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Wednesday, 3 July, 2002, 06:15 GMT 07:15 UK
Brazil debt under pressure
Fans of the Brazilian World Cup team celebrate the win in Rio de Janeiro
The World Cup celebrations over, economic reality is setting in
Brazil's debt rating has been cut by the ratings agency Standard & Poor's, increasing the economic pressure on the government in the run-up to presidential elections.


The Brazilian government has reduced room to manoeuvre amid a challenging domestic and external environment

Lisa Schineller, S&P
The ratings cut suggests to investors that lending money to the Brazilian government and the country's industry is now more risky.

This in turn pushes up the cost of taking out loans, hurting the economy.

The government in Brasilia has to pay interest on an estimated $250bn of debt, and rates are now at their highest level in three years.

On Tuesday, Brazil's currency, the real, hit a record low against the US dollar.

With the unemployment rate soaring, the economy stalling and debt levels rising, investors are additionally spooked by the prospect of a victory in October elections of the left-leaning leader of the Workers Party, Lula da Silva.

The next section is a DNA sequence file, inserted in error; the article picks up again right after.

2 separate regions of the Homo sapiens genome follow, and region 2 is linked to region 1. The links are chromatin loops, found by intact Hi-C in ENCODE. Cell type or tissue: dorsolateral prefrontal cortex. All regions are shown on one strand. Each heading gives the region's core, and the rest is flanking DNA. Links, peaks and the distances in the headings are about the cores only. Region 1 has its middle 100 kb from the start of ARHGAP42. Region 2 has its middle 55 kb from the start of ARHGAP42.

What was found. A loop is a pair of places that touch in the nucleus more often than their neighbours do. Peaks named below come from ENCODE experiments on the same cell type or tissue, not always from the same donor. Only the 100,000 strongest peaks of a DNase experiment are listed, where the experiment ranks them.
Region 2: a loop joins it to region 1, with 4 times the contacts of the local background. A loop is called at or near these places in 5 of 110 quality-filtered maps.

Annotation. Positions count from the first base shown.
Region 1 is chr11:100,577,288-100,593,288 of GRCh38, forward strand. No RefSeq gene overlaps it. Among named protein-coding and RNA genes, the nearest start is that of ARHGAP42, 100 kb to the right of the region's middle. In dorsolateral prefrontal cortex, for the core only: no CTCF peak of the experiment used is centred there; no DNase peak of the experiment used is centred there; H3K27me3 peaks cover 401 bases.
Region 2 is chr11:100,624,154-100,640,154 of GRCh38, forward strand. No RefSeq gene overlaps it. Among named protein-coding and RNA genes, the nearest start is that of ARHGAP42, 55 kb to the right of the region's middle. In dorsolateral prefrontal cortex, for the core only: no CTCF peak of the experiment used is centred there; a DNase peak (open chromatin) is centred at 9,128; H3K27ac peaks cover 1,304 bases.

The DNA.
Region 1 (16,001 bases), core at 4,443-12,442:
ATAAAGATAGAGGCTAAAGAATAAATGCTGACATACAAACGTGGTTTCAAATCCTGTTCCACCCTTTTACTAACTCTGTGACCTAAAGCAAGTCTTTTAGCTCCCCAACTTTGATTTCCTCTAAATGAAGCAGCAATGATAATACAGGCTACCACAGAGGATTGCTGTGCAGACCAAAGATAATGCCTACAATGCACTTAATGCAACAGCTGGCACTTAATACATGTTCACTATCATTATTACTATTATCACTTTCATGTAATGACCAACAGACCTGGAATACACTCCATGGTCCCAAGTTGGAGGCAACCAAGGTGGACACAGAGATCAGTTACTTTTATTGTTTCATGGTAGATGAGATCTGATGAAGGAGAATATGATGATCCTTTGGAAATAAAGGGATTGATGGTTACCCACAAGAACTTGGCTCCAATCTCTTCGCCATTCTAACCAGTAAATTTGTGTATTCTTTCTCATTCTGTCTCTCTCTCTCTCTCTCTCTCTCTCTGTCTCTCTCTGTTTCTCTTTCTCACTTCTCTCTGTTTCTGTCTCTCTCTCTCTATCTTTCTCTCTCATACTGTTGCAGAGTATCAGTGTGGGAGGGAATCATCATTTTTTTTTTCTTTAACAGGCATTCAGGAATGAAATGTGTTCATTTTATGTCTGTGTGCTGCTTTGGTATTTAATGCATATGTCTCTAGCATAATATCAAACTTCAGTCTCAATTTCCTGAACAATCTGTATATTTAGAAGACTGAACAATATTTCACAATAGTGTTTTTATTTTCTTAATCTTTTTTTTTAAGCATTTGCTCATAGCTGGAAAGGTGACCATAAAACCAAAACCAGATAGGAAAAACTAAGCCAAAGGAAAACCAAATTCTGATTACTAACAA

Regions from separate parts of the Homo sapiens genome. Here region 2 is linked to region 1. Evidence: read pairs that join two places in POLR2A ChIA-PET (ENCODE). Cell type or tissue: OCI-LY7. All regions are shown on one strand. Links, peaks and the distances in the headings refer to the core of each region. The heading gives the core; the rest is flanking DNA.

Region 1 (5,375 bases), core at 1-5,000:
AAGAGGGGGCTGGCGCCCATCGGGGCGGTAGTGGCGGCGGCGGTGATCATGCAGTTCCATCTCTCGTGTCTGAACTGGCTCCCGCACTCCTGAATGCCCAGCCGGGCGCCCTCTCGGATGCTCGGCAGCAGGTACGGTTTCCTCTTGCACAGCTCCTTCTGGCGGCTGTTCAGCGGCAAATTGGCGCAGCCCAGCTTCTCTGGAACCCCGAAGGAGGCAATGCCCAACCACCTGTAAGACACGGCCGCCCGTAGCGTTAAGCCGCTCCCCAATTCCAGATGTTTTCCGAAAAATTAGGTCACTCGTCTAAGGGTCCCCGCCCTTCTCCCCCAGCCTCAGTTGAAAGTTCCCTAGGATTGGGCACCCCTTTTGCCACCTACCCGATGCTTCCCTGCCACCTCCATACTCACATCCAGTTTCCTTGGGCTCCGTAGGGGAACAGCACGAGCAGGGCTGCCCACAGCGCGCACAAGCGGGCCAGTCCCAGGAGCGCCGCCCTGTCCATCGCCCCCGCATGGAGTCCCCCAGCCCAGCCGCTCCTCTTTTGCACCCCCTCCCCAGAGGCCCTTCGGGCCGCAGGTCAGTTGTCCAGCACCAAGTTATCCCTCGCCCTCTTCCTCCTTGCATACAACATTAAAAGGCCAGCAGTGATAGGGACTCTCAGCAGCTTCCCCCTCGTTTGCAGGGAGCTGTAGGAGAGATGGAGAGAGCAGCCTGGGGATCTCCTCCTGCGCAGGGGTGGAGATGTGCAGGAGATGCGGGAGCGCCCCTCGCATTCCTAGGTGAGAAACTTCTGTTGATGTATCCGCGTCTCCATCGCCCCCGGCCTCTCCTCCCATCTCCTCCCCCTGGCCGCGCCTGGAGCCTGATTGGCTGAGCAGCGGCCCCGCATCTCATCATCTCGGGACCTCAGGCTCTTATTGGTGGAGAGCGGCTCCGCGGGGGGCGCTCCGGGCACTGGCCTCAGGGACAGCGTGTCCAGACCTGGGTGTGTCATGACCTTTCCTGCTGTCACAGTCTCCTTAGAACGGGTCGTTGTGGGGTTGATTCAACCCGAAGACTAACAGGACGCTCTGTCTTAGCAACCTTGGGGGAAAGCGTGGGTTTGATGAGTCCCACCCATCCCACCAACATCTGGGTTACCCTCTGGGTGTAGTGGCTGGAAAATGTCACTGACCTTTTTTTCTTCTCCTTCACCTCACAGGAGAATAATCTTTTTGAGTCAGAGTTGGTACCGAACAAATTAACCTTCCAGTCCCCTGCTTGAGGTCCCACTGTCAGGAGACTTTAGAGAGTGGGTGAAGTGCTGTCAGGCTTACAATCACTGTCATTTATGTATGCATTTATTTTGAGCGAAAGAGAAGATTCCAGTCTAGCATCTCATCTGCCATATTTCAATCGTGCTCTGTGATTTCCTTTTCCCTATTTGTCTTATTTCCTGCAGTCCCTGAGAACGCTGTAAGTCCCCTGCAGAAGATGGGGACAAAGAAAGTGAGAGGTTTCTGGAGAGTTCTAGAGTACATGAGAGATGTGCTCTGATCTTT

Soothing words

Leading presidential candidate Lula da Silva
Presidential candidate Lula da Silva promises to continue economic reforms

Mr da Silva has tried to reassure investors, promising that he would work with the International Monetary Fund and work to keep debt under control.

However, contradictory statements from his advisers have worried foreign investors.

"Lula", as he Mr da Silva is known, is the clear front runner in the presidential contest.

But Wall Street investors hope that the governing party's candidate, Jose Serra, can pull through and continue the free market reforms begun by President Fernando Cardoso.

Negative outlook

Brazil's debt rating is now four grades below "investment grade" - the rating that is considered to be safe for risk-averse investors.

Standard & Poor's is the last of the big ratings agencies to cut back to this level, and topped its move by saying its outlook on Brazil was "negative", suggesting that further cuts could be in the offing.

Lisa Schineller, analyst with S&P, said her company believed that the Brazilian government had "reduced room to manoeuvre amid a challenging domestic and external environment".

See also:

28 Jun 02 | Business
21 Jun 02 | Business
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